Nazi Time Capsule Opened In Poland, But It's Missing a Movie From 1934

Nazis in Poland hold a ceremony before burying the time capsule in 1934 (Historical photo via and Sebastian Kuropatnicki)

Researchers in Poland have uncovered a time capsule, dating from 1934. But this isn’t some ordinary time capsule with the run of the mill items you might expect. Sure, it has newspapers, coins, and books—common items for any time capsule. But these items were buried by Nazis. The books inside? Two copies of Hitler’s Mein Kampf, in perfect condition.

The Nazi time capsule is shown at the National Museum’s laboratory in Szczecin, Poland (AP Photo/Sebastian Kuropatnicki)

The large copper cylinder was dug up by archaeologists in Zlocieniec, Poland underneath a building that was constructed in 1934 as a Nazi training center.

Archaeologists have known about the existence of the time capsule for years, but weren’t quite sure where it would show up. One thing that they were fairly confident they would find inside would be a documentary film of the town in 1933, when Zlocieniec was a part of Germany and called Falkenburg. In fact, that was the entire reason for starting their dig. But curiously the film wasn’t inside.

Mayor of Zlocieniec, Krzysztof Zacharzewski, right, is holding a sealed Nazi-era time capsule on September 6th that had just been found in the remains of the foundations of a Nazi training center that was built there in 1934 (AP Photo/Sebastian Kuropatnicki)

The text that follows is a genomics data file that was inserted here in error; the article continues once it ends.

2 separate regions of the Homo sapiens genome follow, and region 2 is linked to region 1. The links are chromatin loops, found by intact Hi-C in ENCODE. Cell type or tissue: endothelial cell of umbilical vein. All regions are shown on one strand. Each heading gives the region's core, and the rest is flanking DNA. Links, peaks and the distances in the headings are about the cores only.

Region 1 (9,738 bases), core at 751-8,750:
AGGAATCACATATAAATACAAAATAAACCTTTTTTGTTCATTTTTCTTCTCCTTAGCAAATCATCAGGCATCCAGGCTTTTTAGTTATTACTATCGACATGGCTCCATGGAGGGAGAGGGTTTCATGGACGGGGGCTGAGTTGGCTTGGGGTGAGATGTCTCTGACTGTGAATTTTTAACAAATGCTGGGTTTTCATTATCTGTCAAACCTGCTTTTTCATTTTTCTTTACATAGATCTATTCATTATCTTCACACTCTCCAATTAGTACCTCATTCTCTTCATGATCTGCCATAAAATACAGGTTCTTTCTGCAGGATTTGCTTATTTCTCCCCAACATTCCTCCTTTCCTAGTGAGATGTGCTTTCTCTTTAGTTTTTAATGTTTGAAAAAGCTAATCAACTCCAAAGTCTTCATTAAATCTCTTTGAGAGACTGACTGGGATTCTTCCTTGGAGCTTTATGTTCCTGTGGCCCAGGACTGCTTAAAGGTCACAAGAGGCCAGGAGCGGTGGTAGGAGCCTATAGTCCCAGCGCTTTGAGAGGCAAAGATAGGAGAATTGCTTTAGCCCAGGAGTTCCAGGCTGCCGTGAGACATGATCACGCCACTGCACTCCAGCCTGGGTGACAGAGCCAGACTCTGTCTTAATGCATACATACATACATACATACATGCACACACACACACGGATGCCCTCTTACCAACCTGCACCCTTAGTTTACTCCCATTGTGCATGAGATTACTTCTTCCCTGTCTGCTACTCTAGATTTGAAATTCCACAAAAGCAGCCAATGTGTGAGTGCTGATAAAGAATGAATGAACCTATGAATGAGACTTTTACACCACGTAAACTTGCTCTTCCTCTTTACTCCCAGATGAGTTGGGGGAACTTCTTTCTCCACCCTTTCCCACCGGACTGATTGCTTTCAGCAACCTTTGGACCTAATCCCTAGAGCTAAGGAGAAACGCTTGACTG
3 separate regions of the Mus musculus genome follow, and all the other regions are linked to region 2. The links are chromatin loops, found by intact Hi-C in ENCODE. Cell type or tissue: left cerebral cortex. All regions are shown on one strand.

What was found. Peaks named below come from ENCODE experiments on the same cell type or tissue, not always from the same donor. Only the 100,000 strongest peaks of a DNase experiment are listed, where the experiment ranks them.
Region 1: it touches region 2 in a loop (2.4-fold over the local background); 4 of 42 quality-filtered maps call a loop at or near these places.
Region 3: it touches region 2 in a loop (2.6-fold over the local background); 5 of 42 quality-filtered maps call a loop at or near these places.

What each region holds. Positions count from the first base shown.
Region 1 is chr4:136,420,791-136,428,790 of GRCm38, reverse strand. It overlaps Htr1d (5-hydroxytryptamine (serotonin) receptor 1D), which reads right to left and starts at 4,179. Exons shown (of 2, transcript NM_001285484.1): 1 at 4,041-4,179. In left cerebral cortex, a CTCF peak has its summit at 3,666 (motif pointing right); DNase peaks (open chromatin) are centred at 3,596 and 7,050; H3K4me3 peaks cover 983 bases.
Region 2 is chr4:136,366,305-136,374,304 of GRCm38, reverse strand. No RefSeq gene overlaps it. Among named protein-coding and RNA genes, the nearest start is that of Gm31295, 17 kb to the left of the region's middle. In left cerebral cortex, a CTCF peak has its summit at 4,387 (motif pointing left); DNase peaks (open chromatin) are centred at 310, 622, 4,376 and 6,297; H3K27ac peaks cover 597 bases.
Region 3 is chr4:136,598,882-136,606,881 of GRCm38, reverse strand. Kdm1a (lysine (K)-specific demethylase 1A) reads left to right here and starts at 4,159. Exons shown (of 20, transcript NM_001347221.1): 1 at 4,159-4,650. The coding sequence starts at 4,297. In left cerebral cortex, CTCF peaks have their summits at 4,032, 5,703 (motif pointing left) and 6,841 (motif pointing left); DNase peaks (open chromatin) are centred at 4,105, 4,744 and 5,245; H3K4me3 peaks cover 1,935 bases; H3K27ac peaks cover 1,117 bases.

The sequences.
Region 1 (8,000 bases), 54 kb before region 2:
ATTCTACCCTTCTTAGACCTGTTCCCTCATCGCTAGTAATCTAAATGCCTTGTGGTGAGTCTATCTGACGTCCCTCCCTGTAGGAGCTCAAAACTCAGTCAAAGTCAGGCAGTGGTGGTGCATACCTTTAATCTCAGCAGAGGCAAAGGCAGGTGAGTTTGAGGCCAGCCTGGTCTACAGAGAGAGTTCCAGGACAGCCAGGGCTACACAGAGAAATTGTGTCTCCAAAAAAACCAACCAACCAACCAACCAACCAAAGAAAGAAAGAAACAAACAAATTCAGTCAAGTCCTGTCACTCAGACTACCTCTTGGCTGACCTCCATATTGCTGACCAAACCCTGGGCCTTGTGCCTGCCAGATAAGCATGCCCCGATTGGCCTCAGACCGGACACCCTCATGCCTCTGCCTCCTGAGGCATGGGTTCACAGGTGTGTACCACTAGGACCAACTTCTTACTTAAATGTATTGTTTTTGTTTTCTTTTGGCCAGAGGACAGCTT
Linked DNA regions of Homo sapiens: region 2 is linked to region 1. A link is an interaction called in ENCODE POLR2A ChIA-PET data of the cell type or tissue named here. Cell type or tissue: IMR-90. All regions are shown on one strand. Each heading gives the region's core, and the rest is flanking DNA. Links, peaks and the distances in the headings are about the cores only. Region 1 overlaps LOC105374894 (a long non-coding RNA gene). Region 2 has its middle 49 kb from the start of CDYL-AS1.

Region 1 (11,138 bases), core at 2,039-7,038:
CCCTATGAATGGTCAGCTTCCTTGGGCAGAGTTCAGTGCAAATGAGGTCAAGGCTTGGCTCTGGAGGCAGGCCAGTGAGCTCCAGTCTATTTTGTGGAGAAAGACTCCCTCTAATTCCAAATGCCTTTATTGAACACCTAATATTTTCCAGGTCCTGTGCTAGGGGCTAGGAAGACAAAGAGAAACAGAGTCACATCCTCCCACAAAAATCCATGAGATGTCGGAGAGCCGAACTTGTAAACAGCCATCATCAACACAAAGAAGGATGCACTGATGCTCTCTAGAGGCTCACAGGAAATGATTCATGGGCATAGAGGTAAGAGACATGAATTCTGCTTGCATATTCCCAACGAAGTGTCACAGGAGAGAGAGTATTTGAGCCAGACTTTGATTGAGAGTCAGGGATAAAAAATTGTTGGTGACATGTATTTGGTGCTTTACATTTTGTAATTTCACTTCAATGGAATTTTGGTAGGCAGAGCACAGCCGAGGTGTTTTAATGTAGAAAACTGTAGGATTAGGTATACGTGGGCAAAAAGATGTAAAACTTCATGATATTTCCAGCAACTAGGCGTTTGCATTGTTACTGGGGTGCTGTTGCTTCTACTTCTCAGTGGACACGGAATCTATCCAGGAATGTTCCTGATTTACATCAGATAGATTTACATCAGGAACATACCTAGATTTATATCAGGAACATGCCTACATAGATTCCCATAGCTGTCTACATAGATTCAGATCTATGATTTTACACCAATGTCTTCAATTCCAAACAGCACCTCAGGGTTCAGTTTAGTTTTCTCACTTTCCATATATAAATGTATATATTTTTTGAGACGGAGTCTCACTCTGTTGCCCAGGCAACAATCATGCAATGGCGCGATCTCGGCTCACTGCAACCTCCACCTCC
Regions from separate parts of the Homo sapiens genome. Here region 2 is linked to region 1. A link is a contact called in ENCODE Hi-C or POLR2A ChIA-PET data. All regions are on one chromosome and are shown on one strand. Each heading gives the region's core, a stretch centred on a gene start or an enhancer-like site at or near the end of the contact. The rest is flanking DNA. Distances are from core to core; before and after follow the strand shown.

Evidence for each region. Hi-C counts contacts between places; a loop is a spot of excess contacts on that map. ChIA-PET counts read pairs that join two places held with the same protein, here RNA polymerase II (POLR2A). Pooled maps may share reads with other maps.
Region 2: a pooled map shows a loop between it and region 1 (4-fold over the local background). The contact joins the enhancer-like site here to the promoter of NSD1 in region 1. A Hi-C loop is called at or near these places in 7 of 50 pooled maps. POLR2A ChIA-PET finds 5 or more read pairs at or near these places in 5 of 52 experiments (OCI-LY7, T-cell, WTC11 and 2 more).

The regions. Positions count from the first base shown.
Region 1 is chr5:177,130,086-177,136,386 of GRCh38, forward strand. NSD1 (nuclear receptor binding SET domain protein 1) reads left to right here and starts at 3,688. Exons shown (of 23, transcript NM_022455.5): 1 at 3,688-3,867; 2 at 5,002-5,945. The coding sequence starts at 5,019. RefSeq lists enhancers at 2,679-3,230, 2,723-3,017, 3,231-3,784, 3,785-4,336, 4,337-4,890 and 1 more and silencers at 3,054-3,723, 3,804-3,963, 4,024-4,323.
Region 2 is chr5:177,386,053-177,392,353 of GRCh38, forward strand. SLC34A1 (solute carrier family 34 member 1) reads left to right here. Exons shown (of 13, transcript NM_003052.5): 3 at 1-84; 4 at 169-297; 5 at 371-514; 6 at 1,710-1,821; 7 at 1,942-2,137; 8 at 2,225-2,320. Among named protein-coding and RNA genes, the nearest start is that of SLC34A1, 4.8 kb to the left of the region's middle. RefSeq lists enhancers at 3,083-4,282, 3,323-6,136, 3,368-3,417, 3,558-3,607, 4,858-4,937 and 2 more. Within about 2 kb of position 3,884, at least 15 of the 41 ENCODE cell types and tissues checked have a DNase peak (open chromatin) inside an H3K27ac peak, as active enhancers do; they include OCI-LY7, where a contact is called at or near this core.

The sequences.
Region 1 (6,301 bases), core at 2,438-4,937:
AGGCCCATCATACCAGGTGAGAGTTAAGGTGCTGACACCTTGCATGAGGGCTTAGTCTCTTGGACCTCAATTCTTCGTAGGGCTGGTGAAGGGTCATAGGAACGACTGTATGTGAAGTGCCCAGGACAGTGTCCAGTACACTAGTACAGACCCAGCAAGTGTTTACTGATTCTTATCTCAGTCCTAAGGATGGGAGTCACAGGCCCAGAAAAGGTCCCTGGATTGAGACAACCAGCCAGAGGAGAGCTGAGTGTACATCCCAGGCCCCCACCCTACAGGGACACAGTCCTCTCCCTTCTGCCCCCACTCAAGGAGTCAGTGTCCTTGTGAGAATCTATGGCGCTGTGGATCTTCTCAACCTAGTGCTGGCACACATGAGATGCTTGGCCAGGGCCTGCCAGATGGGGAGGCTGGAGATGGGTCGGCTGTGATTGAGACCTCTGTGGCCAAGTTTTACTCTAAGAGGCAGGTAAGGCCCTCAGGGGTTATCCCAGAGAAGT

The items that were inside include some coins, a Nazi pin, documents about the founding of the Nazi building, and newspapers from April 21, 1934 and April 22, 1934. Perhaps noteworthy or not, Hitler’s birthday is April 20th.


The town of Zlocieniec has plans to open a small museum using the contents of the capsule to reflect on the horrors of that period. Sebastian Kuropatnicki, a spokesperson for the town told the Associated Press that they wished they could’ve seen the documentary film that was supposed to be inside. It’s still unclear what happened to the movie, but one might guess that they just decided not to include it at the last minute, and bad information was passed down to future generations that it might be inside.

Either that, or we’ve got an Indiana Jones situation on our hands.

Time capsule contents on a table at the National Museum’s laboratory in Szczecin, Poland (AP Photo/Sebastian Kuropatnicki)

[Associated Press and]

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Matt Novak

Matt Novak is the editor of Gizmodo's Paleofuture blog